“There are many variables,” he said. “I’ll give you my best estimate.”
“I am grateful for the fruits and nuts,” Bill murmured. “But I would have been more grateful for behemoth.”
Alzbieta Torias laughed. “To fight our battle for us, you mean?”
Bill frowned. “No, to eat. Behemoth means many cattle.”
“Behemoth is a monster.” Tarami glared at both Bill and Alzbieta.
“And yet that is now what I remember from Harmonszoon,” Bill muttered. “He behemoth is beeves, I would swear to it.”
“How are we doing on getting messengers out?” Sarah asked Maltres.
Maltres Korinn frowned. “Poorly. My men are being intercepted by the Imperials.”
“Is that just bad luck?” Sarah frowned.
“Maybe,” Korinn said. “Or maybe it’s because the Imperial web is strong and thrown wide. And I am hesitant to send men out the Mississippi Gate. It seems certain death. We’ll continue to try.”
“I think for now I can forego a detailed description of city functionaries,” Sarah said. “And I reckon we’ve all heard enough for today on the differences between the Temple Handmaids and the Basilica gang.”
“We do more than operate the Basilica,” Zadok Tarami said. “We run multiple charitable organizations and two schools.”
“And we curate a large library,” Alzbieta said.
Sarah nodded. “Understood. And I urgently want to know more about the arcane resources we may have at our disposal. But most urgently, I want to make sure we have something resembling an army coming together.” She looked at Sir William and was gratified to see that he didn’t flinch. “Joleta Zorales and Valia Sharelas. Are they with us? I think I could stand a rebellion of poets, but I want the cannons pointing away from me.”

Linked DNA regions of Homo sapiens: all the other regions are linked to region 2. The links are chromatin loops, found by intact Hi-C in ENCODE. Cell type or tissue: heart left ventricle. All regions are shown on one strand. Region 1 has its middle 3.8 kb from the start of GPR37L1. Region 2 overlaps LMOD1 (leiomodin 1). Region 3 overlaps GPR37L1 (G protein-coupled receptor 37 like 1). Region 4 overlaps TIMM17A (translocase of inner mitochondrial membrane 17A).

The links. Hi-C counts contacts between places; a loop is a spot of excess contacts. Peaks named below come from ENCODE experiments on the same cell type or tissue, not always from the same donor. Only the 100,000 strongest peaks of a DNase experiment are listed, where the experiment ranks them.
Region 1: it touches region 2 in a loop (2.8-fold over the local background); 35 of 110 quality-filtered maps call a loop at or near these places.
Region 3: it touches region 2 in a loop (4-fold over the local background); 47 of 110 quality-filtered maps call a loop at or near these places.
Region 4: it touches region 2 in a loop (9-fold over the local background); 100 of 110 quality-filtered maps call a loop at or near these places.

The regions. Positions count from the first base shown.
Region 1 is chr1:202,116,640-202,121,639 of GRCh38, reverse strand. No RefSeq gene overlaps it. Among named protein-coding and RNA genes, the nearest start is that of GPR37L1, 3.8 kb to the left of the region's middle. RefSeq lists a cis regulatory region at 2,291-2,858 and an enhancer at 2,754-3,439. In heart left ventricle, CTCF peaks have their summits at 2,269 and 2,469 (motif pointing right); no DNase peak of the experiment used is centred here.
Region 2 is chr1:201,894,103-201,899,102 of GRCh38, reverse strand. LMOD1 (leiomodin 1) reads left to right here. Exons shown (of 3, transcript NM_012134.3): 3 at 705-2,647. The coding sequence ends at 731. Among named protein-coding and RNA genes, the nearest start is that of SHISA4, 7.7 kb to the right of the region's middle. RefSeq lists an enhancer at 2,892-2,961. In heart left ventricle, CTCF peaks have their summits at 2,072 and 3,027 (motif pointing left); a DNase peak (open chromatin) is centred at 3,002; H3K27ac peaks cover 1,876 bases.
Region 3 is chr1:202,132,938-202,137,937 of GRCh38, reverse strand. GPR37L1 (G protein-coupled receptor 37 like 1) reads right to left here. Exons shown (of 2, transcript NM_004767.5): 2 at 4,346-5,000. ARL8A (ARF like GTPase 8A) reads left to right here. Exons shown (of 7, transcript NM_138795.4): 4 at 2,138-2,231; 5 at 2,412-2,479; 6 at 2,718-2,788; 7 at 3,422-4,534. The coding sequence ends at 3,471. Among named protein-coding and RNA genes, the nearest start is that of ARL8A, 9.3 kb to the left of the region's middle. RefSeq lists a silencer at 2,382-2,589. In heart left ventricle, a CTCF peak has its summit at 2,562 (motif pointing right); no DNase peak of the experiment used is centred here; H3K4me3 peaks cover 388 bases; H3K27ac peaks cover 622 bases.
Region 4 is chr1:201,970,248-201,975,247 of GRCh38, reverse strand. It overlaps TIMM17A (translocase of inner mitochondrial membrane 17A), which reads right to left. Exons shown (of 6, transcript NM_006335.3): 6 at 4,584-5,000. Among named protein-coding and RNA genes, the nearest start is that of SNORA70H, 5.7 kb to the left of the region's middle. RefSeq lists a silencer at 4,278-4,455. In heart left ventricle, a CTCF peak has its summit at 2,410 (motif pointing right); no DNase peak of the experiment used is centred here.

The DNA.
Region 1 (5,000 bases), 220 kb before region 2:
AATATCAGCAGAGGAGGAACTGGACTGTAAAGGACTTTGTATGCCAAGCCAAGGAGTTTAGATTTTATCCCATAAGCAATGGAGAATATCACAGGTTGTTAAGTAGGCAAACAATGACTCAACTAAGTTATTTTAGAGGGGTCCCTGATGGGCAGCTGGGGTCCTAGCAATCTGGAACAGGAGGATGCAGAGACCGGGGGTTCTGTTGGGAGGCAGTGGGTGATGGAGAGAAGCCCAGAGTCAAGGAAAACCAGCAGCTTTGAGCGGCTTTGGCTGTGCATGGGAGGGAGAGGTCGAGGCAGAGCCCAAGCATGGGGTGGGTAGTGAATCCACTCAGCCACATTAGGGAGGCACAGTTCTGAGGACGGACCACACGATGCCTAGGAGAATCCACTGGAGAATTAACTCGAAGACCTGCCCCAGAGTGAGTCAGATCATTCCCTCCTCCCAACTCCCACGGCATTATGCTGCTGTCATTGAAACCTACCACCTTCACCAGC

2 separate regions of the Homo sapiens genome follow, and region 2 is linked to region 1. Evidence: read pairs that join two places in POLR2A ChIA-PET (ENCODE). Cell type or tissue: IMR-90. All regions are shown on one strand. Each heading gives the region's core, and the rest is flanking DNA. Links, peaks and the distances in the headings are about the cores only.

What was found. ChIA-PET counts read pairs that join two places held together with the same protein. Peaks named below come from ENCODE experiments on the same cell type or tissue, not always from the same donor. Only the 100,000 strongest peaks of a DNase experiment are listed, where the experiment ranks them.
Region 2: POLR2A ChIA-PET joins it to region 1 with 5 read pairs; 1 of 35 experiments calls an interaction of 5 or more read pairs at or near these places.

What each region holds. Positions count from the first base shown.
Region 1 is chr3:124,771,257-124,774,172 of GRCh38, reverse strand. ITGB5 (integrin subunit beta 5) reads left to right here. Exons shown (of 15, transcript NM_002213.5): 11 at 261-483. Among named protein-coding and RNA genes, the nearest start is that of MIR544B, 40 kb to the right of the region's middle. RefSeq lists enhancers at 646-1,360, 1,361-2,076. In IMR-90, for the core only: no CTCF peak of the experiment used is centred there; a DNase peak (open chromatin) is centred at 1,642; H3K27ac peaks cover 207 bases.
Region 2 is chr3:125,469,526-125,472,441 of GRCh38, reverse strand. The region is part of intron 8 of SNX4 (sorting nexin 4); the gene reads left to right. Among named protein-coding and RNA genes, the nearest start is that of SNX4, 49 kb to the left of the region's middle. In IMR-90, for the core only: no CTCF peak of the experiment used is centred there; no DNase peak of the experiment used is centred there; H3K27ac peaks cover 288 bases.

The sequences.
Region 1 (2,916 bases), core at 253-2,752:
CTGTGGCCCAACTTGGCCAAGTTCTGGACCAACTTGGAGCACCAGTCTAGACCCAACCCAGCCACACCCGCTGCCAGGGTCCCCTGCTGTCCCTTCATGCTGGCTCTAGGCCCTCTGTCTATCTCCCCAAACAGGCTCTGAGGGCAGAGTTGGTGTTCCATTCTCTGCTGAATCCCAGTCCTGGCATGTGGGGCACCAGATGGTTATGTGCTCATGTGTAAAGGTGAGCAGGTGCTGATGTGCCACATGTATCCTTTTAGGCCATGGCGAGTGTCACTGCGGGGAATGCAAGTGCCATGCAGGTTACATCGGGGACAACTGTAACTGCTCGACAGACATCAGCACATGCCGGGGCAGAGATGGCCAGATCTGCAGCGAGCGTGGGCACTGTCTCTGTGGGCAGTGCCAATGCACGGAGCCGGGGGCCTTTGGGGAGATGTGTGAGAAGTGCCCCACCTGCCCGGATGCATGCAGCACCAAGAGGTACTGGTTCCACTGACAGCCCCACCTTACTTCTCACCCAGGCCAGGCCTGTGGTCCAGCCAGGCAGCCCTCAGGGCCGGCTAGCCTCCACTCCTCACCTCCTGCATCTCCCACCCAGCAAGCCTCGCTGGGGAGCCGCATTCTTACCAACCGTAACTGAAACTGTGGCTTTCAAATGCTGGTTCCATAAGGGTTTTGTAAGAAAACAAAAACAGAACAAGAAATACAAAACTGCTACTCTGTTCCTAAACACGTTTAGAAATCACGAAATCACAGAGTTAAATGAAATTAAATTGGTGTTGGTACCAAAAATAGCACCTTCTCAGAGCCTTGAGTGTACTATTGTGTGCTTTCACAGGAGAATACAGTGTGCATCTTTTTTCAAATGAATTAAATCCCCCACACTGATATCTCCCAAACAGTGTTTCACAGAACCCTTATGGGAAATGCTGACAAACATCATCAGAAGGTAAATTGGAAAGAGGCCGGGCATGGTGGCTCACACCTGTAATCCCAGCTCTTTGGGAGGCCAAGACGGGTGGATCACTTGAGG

The Cavalier cleared his throat. “Zorales commands Your Majesty’s artillery. The majority of the soldiers under her command are former Pitchers. They are also largely women and Firstborn, and I understand they are particularly enthusiastic for Your Majesty’s cause.”
Even Tarami laughed at that.
Sir William continued. “Valia Sharelas has also agreed to serve Your Majesty. With Your Majesty’s permission, I should like to offer her the second position after myself, with the appropriate rank. She is acting in that capacity already.”
“Of course. And our forces?”
“It is a small army,” Sir William said. “Barely fit for the defense of a city, and certainly unfit for sallying forth to attack a larger enemy. We have artillery for the walls. Most of the wealthy families of the city have contributed some of all of their retinues. Along with the wardens and the beastkind, we are drilling the new recruits. Thank Heaven that, for the moment, the forces outside the walls are nearly as motley as ours.”
Sarah breathed a sigh, if not of relief, exactly, then of a slight lowering of the tension that knotted up her spine.
“Still, to break this siege, we will need more forces than we presently have at our disposal. And one more thing, Your Majesty,” Sir William added. “We have taken two prisoners this morning, climbing the western wall.”
Sarah frowned. “Beastkind?”
Sir William chuckled. “Pirates, as it happens. And I think you should see them.”